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Did Rome Really Fall?

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While I was taking a shower this morning something I had accidentally read last night on the web hit me like a rock:

Did Rome really fall?

Well, since Rome still exists, it actually never fell.

It rather adapted.

ψ

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About Man of Roma

I am a man from Rome, Italy. I’m 60 and a Roman since many generations. In my blog, manofroma.wordpress.com, I’m writing down my meditations. The idea behind it all is that something 'ancient' is still alive in the true Romans of today, of which few are left.

24 responses »

  1. The idea of Rome didn’t die…neither did that of Greece or the Renaissance…the three western peaks…now we are in an abyss…you of all people should agree.

    Reply
    • These three entities you mention are of the Greco-Roman kind, together with the other kind: the Judeo-Christian. Both are ingrained in us.

      I wonder what you mean by ‘abyss': decline of the West and its torch-bearer, America? Decline of white West also within the West itself, eg US and Europe (which is before our eyes)? Of capitalism and / or of democracy as we know it today? Decline of sound ‘human’ values & advancing metamorphosis into societies as evil as the one depicted by Aldous Huxley in ‘Ape and Essence’ ? Etc.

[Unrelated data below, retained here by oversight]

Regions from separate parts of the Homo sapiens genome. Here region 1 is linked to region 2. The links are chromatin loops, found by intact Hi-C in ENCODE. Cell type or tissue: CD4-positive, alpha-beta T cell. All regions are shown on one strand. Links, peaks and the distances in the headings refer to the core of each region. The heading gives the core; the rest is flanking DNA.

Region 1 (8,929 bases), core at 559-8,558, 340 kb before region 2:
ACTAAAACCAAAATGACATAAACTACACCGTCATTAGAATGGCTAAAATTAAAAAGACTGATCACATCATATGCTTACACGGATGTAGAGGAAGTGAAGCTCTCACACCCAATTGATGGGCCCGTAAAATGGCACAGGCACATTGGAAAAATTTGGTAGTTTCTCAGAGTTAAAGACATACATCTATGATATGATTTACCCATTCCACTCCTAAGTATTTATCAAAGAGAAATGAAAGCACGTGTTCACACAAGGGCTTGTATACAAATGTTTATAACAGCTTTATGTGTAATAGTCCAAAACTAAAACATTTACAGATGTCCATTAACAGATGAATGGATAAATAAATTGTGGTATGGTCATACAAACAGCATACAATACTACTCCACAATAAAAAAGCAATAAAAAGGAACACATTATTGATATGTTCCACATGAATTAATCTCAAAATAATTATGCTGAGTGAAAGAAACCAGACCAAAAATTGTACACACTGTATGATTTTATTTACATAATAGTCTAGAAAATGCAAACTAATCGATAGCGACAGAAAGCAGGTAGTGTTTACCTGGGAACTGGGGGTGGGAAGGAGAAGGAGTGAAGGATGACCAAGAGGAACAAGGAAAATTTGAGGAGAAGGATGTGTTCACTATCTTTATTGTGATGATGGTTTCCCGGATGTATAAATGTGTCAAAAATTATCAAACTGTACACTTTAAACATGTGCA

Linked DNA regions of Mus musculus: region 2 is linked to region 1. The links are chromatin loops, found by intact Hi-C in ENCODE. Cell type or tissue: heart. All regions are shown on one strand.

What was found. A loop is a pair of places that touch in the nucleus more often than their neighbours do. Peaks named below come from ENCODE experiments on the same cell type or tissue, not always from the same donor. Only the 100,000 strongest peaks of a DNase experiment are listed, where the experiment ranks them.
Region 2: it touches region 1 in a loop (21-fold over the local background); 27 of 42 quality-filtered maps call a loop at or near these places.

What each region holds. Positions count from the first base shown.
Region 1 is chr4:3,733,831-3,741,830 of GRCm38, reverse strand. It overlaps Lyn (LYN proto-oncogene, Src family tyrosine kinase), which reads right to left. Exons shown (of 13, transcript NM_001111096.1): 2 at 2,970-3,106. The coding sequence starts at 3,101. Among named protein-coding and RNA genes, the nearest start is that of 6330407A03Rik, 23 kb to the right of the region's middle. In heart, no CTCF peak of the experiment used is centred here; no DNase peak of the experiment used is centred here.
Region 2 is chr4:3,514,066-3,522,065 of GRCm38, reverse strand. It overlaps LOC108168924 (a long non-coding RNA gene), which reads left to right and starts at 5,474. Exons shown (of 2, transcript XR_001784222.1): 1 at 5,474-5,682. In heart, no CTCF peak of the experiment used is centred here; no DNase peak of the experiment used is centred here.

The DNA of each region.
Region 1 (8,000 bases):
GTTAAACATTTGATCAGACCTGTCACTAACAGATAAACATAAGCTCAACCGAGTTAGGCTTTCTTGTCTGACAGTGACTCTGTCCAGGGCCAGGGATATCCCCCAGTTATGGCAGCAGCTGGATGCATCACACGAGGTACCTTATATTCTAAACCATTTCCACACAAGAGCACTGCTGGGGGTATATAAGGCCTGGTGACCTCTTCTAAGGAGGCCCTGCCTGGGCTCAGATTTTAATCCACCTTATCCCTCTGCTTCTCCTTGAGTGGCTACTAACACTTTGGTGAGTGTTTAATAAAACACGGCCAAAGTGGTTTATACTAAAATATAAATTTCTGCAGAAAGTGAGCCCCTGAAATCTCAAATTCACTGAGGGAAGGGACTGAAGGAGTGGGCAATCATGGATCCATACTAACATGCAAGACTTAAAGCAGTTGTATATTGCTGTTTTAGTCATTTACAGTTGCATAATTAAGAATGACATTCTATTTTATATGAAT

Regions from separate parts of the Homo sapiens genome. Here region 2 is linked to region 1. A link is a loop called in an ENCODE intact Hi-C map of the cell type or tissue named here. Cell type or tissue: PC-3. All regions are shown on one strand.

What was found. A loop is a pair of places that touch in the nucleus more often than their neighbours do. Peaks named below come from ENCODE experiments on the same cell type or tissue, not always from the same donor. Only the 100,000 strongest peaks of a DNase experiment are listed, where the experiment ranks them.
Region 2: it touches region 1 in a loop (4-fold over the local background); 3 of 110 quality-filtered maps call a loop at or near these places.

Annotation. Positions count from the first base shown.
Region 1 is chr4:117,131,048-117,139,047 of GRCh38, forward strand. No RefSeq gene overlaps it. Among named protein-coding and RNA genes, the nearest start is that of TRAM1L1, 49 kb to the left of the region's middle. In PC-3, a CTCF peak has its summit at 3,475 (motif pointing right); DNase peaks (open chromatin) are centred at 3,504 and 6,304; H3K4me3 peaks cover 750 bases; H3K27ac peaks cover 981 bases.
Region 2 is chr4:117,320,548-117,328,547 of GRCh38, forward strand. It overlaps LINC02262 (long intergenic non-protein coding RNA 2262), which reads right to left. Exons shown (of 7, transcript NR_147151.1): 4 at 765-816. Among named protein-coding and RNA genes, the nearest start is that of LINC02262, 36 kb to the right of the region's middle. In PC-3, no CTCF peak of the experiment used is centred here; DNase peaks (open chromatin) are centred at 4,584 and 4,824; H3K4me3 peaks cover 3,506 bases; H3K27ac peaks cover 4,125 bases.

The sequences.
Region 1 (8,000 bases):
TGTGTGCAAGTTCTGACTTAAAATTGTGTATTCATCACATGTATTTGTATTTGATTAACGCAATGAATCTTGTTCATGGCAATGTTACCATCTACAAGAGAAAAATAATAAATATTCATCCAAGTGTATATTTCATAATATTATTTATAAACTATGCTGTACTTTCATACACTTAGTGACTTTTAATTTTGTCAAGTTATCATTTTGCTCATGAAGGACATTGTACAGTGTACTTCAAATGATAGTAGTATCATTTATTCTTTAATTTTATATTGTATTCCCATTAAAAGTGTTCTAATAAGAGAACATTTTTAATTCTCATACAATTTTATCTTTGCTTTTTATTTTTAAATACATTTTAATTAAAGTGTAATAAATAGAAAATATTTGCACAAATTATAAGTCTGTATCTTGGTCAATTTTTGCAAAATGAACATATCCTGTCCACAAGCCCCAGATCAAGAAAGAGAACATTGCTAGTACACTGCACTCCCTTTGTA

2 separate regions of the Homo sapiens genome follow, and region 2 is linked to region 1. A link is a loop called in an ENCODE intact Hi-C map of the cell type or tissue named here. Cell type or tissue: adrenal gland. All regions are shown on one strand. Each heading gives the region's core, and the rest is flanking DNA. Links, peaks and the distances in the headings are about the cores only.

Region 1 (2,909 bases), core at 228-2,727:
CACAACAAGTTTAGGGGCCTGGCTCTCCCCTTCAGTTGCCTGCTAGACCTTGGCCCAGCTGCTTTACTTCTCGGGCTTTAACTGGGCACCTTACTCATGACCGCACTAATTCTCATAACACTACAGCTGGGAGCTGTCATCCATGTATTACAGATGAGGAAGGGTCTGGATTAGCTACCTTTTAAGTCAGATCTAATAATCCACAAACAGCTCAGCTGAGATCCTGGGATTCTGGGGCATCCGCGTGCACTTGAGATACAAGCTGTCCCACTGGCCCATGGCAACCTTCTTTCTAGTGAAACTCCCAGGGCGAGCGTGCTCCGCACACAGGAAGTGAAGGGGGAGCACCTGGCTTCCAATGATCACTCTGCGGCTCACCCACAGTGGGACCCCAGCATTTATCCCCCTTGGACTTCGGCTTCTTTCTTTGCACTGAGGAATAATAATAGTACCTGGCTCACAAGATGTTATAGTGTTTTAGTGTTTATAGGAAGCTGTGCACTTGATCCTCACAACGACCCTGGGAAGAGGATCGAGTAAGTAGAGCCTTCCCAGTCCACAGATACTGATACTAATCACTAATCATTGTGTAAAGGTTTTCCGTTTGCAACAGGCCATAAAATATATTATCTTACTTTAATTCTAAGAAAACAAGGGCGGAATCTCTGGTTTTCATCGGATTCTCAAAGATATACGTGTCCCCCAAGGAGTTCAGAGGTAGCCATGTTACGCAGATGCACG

Many are the black holes that can engulf us, some of them not necessarily bad.

      Reply
      • My position on this matter is obviously a personal one based merely on observation. And since I, like Socrates, know that I am ignorant, my observations could be incorrect. In my youth, I read many of the great works by authors from antiquity. I also lived and traveled throughout Europe when I was in my mid-twenties where I re-read many of the great works from antiquity (Greece and Rome) and the Renaissance while also going to museums at a very comfortable pace…not a two week whirlwind tour around Europe.

        There have also been great works of philosophy and art (mainly music) created post renaissance that hit chords…most of these men understood or revered the peaks of antiquity and the Renaissance. And, they also acknowledged how deplorable their current culture had become relative to those past peaks.

        When I walked among the architecture from the past representing those peaks, read the works, observed the art, and compared what is today…there is no question in my mind that we have slid into a valley or an abyss. All one needs to do today is turn on the television and observe what is, or watch people in their every day lives…including oneself.

        I also think the death of the Pagan religions which gave way to Christianity had a big piece in the decline. The Renaissance turned back to reflect on antiquity and the Pagans and the Myths…a rebirth and freedom of thought came to fruition. The Pagan religion, although often expressed in the human-centric form, nevertheless described the world around us in much more complex terms. Christianity focused man on himself and said he is evil and that life should be lived in order to go to heaven instead of hell.